In Korea, an Approaching and Crucial Deadline for Trade

By October 15, 2010Trade

Doug Goudie, Director of International Trade Policy for the National Association of Manufacturers, has been reporting from a business and trade mission to South Korea.

This will be my last blog from Korea, as we are completing our final day of meetings. It will not be my last blog ON Korea, however – I will be doing a “macro” kind of blog next week on what we might expect leading up to the crucial KORUS FTA deadline of the G20 meeting in Seoul on Nov. 11-12.

I say “deadline” because, really, it is a very important date set by President Obama. Mr. Obama, at the G20 in Toronto in June 2010, announced he was instructing his negotiators to resolve outstanding auto and beef issues with their Korean counterparts. Mr. Obama noted he wanted this done by the Seoul G20 summit so that when he and President Lee meet there, they can conclude the KORUS and declare it final, and President Obama can then send the completed agreement to Congress for approval in the months that follow.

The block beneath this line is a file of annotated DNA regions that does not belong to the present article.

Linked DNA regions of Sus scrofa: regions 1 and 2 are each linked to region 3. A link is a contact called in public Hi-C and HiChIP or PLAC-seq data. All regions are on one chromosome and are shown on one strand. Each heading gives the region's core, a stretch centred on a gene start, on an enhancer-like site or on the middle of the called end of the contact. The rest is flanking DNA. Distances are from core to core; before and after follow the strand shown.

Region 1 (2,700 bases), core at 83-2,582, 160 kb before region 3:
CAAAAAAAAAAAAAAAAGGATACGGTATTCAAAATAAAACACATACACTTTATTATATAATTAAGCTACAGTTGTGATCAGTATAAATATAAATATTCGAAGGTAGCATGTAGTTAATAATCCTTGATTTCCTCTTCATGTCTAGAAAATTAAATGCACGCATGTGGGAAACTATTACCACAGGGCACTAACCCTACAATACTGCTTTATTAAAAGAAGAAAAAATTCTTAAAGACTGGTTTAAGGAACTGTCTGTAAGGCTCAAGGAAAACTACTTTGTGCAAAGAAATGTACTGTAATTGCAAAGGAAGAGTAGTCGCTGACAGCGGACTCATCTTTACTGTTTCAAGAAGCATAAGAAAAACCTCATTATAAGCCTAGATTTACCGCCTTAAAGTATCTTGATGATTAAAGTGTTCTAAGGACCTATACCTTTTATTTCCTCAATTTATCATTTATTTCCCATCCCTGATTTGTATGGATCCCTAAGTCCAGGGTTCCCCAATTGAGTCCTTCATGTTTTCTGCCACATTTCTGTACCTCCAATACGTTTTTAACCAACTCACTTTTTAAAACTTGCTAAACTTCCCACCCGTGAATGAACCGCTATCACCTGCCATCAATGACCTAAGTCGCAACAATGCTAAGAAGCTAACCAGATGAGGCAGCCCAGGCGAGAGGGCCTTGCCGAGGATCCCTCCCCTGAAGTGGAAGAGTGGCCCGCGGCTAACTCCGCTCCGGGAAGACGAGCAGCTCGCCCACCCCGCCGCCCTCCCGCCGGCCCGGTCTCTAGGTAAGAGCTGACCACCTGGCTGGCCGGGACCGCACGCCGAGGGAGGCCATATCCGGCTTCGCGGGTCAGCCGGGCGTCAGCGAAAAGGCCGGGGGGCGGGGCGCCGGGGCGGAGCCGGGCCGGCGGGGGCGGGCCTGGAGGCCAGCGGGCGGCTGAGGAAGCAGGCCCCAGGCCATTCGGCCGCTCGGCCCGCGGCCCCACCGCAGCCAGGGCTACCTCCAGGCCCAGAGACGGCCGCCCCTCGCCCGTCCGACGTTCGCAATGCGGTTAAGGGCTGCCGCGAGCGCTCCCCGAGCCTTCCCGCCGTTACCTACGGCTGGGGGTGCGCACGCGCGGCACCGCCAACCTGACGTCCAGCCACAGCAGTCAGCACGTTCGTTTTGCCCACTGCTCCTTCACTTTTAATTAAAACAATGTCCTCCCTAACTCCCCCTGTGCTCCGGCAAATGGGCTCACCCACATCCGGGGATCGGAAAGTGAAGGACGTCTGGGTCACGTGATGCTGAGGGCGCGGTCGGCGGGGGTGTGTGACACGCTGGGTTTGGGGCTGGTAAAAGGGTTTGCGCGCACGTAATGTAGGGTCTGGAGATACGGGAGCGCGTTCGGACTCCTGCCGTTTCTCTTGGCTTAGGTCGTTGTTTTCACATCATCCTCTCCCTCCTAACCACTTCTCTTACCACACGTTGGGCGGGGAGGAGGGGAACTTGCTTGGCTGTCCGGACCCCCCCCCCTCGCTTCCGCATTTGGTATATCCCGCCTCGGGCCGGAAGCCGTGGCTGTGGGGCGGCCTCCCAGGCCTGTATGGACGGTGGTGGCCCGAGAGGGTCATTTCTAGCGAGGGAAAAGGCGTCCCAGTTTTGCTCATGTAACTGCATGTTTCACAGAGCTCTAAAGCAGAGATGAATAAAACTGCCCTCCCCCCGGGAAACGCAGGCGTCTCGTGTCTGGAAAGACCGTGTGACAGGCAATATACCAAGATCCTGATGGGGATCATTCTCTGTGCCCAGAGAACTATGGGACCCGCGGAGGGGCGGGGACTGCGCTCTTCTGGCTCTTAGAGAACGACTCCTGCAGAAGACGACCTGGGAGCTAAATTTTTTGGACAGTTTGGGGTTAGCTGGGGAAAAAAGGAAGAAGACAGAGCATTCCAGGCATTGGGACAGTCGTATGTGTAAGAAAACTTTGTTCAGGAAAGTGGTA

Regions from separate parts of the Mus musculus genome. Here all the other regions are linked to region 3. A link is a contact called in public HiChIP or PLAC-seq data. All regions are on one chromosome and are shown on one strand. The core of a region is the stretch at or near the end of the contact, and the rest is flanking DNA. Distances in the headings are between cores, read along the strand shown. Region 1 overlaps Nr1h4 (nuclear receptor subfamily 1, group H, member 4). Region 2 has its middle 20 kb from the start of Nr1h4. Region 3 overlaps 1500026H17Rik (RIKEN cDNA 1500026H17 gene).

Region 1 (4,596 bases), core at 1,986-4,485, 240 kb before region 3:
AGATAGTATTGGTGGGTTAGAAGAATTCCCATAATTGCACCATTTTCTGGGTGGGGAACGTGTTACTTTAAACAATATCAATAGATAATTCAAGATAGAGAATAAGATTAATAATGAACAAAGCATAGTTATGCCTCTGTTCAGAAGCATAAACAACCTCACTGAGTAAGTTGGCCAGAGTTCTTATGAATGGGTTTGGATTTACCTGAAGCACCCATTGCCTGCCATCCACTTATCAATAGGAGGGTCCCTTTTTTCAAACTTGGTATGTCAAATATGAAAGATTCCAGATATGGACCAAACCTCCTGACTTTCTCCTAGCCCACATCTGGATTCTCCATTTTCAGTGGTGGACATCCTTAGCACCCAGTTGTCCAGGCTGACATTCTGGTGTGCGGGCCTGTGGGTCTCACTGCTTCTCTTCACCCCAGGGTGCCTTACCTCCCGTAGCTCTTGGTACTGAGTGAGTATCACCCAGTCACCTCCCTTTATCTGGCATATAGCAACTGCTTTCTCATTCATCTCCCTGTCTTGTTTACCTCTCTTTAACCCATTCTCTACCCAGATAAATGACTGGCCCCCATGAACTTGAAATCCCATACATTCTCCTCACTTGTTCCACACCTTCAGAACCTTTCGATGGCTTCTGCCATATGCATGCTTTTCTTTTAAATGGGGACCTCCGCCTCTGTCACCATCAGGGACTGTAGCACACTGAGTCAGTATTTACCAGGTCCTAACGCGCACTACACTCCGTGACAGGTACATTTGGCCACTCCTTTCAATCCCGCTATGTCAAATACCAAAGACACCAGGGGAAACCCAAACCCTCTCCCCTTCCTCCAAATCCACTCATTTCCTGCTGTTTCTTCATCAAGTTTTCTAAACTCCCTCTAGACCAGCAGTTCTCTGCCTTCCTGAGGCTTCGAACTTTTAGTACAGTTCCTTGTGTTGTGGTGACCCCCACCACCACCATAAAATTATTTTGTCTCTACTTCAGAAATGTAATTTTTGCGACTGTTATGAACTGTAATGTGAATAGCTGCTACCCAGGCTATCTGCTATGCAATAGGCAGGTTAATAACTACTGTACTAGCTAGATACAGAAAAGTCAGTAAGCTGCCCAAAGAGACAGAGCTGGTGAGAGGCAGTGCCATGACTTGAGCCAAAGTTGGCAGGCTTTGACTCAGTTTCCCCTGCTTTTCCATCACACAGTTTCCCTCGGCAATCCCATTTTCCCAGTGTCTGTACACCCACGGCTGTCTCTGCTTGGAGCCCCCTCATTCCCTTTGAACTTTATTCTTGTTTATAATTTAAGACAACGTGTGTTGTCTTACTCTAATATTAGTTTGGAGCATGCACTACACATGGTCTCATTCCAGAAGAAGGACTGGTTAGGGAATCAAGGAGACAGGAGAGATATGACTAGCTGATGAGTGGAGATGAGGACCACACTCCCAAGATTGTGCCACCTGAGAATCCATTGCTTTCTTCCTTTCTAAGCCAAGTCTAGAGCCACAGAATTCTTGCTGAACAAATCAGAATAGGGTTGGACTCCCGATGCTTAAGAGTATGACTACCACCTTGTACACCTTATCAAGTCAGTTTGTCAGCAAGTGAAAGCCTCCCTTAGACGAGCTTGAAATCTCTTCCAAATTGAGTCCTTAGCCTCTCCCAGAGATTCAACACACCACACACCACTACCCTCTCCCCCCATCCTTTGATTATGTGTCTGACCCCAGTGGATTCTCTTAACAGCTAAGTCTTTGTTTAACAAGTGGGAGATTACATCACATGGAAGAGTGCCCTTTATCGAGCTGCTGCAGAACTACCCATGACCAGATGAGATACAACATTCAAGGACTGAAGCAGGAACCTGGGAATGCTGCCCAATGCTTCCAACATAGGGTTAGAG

This is key: While not every “i” needs to be dotted and “t” crossed by the end of G20 on KORUS, if there is no agreement and announcement on resolution of autos and beef, it means the KORUS agreement is in trouble, timing-wise. It means a crucial deadline has been missed. If you want an example of what happens when negotiators miss deadlines, take a gander at the last 10 years of the WTO Doha Round.

That’s an extreme example of course — well, we’ve waited over 3 years on KORUS already — but the G20 deadline is key because it will involve the two Presidents, who agreed to this back in June. Their personal involvement will be crucial to achieving a successful resolution. If they cannot, it is doubtful we’ll see agreement soon, and that could impact Congressional movement on KORUS next year.

After our myriad meetings this week, I continue to be confident that there will be agreement on the outstanding provisions and an announcement at the G20 on KORUS, which clears the way for Congressional approval before mid-year 2011.

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